Roy Leach, owner of Leach Oil Co. in Compton, said the EPA used a "very low-life tactic," giving his company and others named in the ad a black eye by implying that they were in trouble with the EPA for wrongdoing.
Actually, his company, an oil recycler, did no more than send waste to a dump that was licensed by government agencies to receive it, he said.
"What we took out there, we took legally," Leach said. "It was just waste water."
Under federal law, companies that produce hazardous waste are liable for it even after they have legally disposed of it. Thus, the EPA is trying to identify all of the companies that shipped hazardous waste to the Monterey Park dump and force them to share in the cleanup.
Donahoe, who owns Vernon Truck Wash, which has 100 employees, said the government has asked his company to pay $296,000. Leach said the EPA has demanded $500,000 from his small business, which has only six employees.
"They're trying to squeeze blood out of a rock," Leach said. "We don't have it to give them."
EPA records show that Leach's company is responsible for 692,000 gallons of hazardous waste at OII, ranking it 46th in volume on a list of 182 companies that shipped a total of 182 million gallons of hazardous waste to the site.
Leach said his company disposed of a slightly caustic solution of waste water condensed from steam created during the process of recycling used motor oil into fuel.
EPA records rank Vernon Truck Wash 65th on the list of hazardous waste shippers, with 470,000 gallons. Donahoe said his company sent mud and sludge washed from trucks. "We have documentation proving that what we disposed of was not hazardous waste," he said.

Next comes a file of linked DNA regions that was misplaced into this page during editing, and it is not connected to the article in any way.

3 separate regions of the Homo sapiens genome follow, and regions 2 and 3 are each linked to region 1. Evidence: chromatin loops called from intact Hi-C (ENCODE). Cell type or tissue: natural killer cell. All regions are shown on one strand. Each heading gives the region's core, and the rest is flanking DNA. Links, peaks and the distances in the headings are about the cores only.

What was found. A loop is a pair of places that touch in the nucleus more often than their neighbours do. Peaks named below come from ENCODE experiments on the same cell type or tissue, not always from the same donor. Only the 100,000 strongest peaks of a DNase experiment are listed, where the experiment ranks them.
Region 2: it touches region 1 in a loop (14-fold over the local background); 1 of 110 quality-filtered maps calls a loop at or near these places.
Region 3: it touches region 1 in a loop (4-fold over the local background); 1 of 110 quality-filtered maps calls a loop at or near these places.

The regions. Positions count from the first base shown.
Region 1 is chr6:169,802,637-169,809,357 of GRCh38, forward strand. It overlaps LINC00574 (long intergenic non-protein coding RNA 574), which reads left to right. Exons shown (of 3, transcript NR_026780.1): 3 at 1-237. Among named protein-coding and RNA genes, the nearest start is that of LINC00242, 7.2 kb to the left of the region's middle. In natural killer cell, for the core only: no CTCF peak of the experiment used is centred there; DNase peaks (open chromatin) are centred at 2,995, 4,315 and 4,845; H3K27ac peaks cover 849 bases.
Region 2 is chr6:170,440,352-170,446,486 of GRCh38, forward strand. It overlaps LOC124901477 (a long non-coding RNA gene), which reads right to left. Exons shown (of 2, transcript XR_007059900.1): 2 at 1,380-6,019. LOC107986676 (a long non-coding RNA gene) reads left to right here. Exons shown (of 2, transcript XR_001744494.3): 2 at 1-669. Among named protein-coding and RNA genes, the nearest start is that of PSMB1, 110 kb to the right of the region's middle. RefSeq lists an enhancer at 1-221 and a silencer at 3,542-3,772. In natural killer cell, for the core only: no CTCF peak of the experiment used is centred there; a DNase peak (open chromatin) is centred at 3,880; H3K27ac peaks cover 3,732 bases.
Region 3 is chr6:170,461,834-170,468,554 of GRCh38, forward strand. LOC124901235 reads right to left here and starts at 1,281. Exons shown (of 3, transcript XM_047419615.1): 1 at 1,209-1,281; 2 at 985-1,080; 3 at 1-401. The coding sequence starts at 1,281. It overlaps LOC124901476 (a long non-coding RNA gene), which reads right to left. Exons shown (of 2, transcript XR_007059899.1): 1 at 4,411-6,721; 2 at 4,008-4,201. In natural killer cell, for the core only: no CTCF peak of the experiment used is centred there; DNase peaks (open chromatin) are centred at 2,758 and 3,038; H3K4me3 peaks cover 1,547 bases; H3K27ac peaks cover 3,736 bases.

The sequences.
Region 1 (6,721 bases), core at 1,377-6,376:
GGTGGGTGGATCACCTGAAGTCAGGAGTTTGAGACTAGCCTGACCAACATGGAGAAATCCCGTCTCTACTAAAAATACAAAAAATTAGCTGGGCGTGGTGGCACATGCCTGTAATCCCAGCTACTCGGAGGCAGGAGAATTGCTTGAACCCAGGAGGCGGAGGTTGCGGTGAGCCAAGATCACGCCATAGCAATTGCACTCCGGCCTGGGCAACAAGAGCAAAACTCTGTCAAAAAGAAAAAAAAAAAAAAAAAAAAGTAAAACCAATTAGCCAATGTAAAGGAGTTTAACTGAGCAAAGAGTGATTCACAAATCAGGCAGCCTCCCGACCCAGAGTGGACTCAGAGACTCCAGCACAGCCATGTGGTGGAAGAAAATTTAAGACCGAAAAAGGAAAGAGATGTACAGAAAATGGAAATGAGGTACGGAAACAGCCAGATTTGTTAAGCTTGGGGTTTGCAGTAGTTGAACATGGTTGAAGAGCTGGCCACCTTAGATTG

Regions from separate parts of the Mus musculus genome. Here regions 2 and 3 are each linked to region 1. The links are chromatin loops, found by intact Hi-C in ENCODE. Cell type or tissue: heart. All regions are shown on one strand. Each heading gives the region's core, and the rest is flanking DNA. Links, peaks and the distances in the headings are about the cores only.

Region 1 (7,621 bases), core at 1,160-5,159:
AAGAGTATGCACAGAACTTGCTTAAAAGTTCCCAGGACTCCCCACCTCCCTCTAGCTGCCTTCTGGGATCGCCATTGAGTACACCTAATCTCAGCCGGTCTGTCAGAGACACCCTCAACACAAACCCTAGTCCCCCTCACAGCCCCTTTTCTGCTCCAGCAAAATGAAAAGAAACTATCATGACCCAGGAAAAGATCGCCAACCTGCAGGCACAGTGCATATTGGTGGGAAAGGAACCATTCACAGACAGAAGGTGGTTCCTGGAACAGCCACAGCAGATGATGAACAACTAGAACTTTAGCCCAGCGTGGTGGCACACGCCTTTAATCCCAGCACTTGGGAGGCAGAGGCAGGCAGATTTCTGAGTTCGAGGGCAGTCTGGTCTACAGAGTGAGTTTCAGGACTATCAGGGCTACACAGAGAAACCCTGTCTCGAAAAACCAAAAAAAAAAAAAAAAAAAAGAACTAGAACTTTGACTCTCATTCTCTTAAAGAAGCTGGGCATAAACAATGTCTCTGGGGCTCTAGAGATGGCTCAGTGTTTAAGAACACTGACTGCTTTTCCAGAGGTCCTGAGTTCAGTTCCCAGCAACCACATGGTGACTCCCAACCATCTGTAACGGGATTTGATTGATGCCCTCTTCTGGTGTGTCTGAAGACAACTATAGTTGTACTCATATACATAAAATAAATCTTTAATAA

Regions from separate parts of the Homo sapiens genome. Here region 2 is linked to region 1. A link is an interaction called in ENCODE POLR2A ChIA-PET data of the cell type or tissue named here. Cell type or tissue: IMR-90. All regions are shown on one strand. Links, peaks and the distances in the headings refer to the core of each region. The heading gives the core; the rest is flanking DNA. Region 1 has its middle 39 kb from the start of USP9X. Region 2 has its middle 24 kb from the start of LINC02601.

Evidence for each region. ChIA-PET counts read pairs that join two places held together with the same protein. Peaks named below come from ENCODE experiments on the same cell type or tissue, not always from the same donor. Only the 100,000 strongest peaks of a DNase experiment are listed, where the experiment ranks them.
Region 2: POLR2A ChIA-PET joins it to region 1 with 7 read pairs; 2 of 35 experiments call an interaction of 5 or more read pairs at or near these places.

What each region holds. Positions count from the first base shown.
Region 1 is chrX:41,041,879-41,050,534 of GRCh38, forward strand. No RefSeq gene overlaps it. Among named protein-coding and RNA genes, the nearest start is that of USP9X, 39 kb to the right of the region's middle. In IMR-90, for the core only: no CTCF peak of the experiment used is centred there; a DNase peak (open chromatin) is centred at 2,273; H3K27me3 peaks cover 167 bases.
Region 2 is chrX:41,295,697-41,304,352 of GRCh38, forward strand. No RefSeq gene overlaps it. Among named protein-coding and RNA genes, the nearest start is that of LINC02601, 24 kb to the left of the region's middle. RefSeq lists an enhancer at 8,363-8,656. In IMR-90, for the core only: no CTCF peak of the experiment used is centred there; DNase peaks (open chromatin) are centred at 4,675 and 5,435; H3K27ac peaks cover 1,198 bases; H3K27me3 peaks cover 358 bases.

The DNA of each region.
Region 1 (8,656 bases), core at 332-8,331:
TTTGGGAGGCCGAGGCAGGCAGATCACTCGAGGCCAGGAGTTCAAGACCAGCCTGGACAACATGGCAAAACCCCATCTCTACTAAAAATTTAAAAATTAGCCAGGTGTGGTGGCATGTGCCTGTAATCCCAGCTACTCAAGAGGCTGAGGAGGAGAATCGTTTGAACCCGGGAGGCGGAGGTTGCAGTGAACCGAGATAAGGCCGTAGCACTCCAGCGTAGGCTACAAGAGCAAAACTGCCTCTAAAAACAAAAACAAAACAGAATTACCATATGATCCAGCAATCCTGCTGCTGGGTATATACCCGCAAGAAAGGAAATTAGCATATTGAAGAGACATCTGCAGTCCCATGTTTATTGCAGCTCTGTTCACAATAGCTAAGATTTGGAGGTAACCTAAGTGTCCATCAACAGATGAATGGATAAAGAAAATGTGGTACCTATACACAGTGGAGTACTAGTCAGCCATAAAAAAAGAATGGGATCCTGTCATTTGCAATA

The largest volume--more than 14 million gallons--came from Chevron USA, which has agreed to participate in a consortium of 60 companies that will undertake $34 million worth of monitoring and cleanup work at the OII site under EPA supervision. The consortium also will pay $1.9 million cash.
Other companies, including the Times Mirror Co., which owns the Los Angeles Times, have agreed to pay cash amounts totaling $31 million. The largest cash amounts are $4.9 million from Exxon Corp., $5.7 million from the American National Can Co. and $5.9 million from the Atlantic Richfield Co.
A number of companies that have not settled with EPA are major firms, such as Continental Airlines and Union Pacific Railroad, but others are quite small. Leach said the government should give special consideration to companies that face financial ruin if they are forced to share in the cost of cleaning up a toxic waste problem that arose through no fault of their own.
"They've got to work with the little guys, instead of stomping us like flies," Leach said.
Both Leach and Donahoe said they expect their companies to be sued by EPA over the OII cleanup costs.
Officials at EPA said they are working toward legal action against a number of companies, but cannot say when a suit might be filed.